I say this often, but you really had to have known me a while to know how astonishing it is that I am posting my drawings. It is not because I think my drawings are anything to write home about, (they seriously aren't,) but rather, I want to show you how your attitude to what you do, especially your artistic endeavors, can change, and in a relatively short time. (Granted, I am becoming more shameless about sharing things among friends...)
It was only this March that I had that mind-boggling design workshop experience, where I felt so free from my preconceptions and expectations. That led me to signing up for a figure drawing workshop in April, after thinking about it for ten years. I finished my second term (10 in a term; I missed maybe three, so we're talking only 17 sessions,) on Friday.
The last two weeks we have been doing "gesture drawings" in wet media using strange tools like sponges, balsa wood pieces, bamboo sticks, feathers, crayon and wash, fat brushes, pieces of sheep skin, etc. Or drawing with our "other" hand. Gesture drawing is liberating because we are to put down the impression of the gesture/pause in a quick motion. We can take forever looking and composing in our heads, but the trick is to move our hands quickly, and without lifting the tool from the surface of the paper if possible. And not looking at the paper while you draw if possible.
To me, this meant I don't have to worry much about proportion and the likeness of the shapes, and it allowed me to venture into distortion. This particular model was bony, even to her bottom, and so different from myself or many of my friends and family, and I felt compelled to accentuate that.
The top one was probably a 10-second drawing, done in a fat brush and ink; the bottom one is a 5-minute drawings, with a piece of balsa wood and wet paper towel and ink. The very last drawing I did on Friday, I was standing at a perfect place, but my classmates who have known me throughout these two terms thought it rather astonishing for moi. It's quite dramatic, whereas I usually go for stillness, but I hesitate to post it because it's full-frontal. Besides, I like back and 3/4 views, because the mood is more nuanced, and I can put more of my feelings in, whereas when the models sit facing me, I feel somewhat confronted.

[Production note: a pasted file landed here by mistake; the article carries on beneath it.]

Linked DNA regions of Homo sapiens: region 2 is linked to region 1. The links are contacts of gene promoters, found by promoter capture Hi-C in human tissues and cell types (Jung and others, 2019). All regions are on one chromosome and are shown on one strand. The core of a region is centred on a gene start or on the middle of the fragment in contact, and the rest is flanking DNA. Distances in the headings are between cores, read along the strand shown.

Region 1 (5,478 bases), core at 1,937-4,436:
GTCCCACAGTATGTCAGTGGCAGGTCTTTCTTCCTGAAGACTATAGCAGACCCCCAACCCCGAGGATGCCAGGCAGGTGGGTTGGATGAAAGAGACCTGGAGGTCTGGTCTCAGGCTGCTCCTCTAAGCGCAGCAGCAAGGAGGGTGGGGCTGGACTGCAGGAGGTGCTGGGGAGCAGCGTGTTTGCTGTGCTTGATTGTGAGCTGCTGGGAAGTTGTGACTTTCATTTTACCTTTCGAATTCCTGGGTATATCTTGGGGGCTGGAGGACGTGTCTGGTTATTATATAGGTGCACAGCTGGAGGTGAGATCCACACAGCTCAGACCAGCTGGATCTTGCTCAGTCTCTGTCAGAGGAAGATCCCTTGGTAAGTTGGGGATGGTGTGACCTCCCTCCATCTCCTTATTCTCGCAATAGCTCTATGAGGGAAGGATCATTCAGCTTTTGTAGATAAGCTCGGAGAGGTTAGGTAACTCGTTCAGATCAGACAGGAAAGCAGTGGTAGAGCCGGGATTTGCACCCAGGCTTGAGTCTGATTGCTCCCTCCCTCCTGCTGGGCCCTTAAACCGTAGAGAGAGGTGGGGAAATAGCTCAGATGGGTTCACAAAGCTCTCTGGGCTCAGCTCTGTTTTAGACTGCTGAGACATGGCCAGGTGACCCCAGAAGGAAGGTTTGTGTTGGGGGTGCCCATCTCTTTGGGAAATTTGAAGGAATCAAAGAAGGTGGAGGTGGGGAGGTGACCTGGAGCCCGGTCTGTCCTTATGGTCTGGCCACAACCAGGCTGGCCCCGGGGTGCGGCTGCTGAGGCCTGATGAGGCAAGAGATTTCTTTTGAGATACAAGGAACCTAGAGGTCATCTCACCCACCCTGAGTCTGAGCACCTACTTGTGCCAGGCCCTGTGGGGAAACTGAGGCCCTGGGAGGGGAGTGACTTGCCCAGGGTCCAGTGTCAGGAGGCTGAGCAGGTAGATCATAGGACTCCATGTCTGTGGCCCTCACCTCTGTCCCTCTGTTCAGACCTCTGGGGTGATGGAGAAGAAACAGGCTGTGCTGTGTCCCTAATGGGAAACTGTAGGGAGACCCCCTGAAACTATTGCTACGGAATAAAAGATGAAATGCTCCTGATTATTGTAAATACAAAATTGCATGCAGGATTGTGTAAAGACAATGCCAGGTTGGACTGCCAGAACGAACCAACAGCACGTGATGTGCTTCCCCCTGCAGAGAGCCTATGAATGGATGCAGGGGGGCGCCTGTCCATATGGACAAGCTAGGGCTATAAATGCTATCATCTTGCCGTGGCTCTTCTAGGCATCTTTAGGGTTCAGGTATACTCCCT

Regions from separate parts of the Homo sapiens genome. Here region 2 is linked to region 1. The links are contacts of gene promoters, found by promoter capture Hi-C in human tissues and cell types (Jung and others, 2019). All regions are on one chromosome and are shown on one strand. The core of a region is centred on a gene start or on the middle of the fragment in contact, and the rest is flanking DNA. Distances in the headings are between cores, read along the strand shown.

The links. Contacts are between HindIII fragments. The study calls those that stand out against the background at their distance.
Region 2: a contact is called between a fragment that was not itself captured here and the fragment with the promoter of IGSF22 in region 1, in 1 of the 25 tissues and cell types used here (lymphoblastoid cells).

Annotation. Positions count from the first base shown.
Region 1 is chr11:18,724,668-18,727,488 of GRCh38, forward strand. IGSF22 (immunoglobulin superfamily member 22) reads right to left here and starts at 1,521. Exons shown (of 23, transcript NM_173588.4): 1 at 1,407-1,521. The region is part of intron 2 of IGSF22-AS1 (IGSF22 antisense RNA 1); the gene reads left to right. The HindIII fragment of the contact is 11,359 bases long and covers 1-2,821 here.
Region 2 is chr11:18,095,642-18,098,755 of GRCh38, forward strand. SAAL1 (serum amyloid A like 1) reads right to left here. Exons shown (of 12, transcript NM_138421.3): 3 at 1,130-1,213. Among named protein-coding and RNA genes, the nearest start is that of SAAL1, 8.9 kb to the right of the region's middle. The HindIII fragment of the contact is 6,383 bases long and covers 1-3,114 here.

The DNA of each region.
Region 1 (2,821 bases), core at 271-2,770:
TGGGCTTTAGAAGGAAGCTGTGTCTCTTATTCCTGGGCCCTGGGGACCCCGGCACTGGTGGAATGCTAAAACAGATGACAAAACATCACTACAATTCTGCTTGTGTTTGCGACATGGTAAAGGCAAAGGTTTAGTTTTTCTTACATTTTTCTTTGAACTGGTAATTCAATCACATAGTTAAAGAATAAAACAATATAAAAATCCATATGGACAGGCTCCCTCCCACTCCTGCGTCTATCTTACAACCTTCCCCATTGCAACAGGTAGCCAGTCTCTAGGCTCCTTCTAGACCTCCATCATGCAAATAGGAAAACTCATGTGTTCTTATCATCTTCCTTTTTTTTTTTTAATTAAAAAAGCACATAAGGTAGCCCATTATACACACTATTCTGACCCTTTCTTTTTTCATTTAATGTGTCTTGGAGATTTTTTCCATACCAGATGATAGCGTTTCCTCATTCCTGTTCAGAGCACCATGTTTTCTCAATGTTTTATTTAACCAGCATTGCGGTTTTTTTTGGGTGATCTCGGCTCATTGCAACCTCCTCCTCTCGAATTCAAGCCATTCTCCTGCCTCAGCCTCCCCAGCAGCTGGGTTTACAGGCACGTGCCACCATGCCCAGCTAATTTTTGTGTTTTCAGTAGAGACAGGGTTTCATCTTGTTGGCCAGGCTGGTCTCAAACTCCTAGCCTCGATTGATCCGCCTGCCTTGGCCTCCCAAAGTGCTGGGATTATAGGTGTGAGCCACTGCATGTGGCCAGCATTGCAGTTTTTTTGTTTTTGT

The figure drawing class has proven to me to be a guaranteed live-in-the-moment time. Figure drawing is so difficult I can't worry about what others are doing or if mine is good or bad or if anyone is looking at my stuff. Jo, a classmate, has been impressed with everybody's progress, but honestly, I can't remember what anyone else used to do or did last week. And because I keep telling myself and everybody who would listen that I am a weaver, so even if I'm not good by anyone else's or my standards, I don't feel threatened. I have to tell you, though, that week after week of looking at drawings by 10 or more people at least twice in the course of a lesson, you start to see something you like or want to emulate, in almost every drawing, and there is never a drawing that is entirely "bad".
I've also become interested in composition - a word I only knew vaguely pertaining to art in April, but I think about it a lot because now I see it much like cropping my photographs. It's cutting out the unnecessary bits so you focus on the bits I want you to focus on. And I'm still surprised and annoyed when somebody points out patterns in drawings; I don't see them unless they are literally pointed out to me.
If you ever wanted to take lessons in something, but thought you weren't going to be good, be honest with yourself and assess if you need to be good at it or just want to give it a go. If you decide to take lessons, but find out the experience turned out to be less than what you expected, look for another class or teacher. Because this is like match-making; we're lucky we have Ronette as our teacher, but sine I've been in this class, I've heard horror stories about art teachers and classes. Because I'm easily influenced by people, I try to take position next to Ron; then, no matter who comes on the other side, I feel settled, even though it's not as if we talk or look at each other's work during class. We don't.
When you find the right situation, it can give you so much unadulterated pleasure, (and by this I mean, I don't have to explain to myself why I so enjoy it; I just do, and not having to justify/analize is a biggie for me) and an effortless time out from your normal life.
And deep down, I can't help having blind faith that somehow this experience is going to have a good influence on my weaving. As your experience will on yours.
Meanwhile, my life outside the classroom has been distracted and unproductive. I still had tradesmen coming to my house to give me quotes; some work was done last week. I have to decide on the wood burner installer and plumber and let the builder know. I have to rebudget so we can pay them when we estimate the work to be done. I still have 10 days before the oral surgery. Spring is here with a heavy-hitting hayfever and brain paralysis. My hayfever pills aren't working and they might be passed their use-by date because I got off very lightly last spring, so these might be leftovers from the year before!
Figure drawing class takes a two-week break while Ronette holidays in Niue.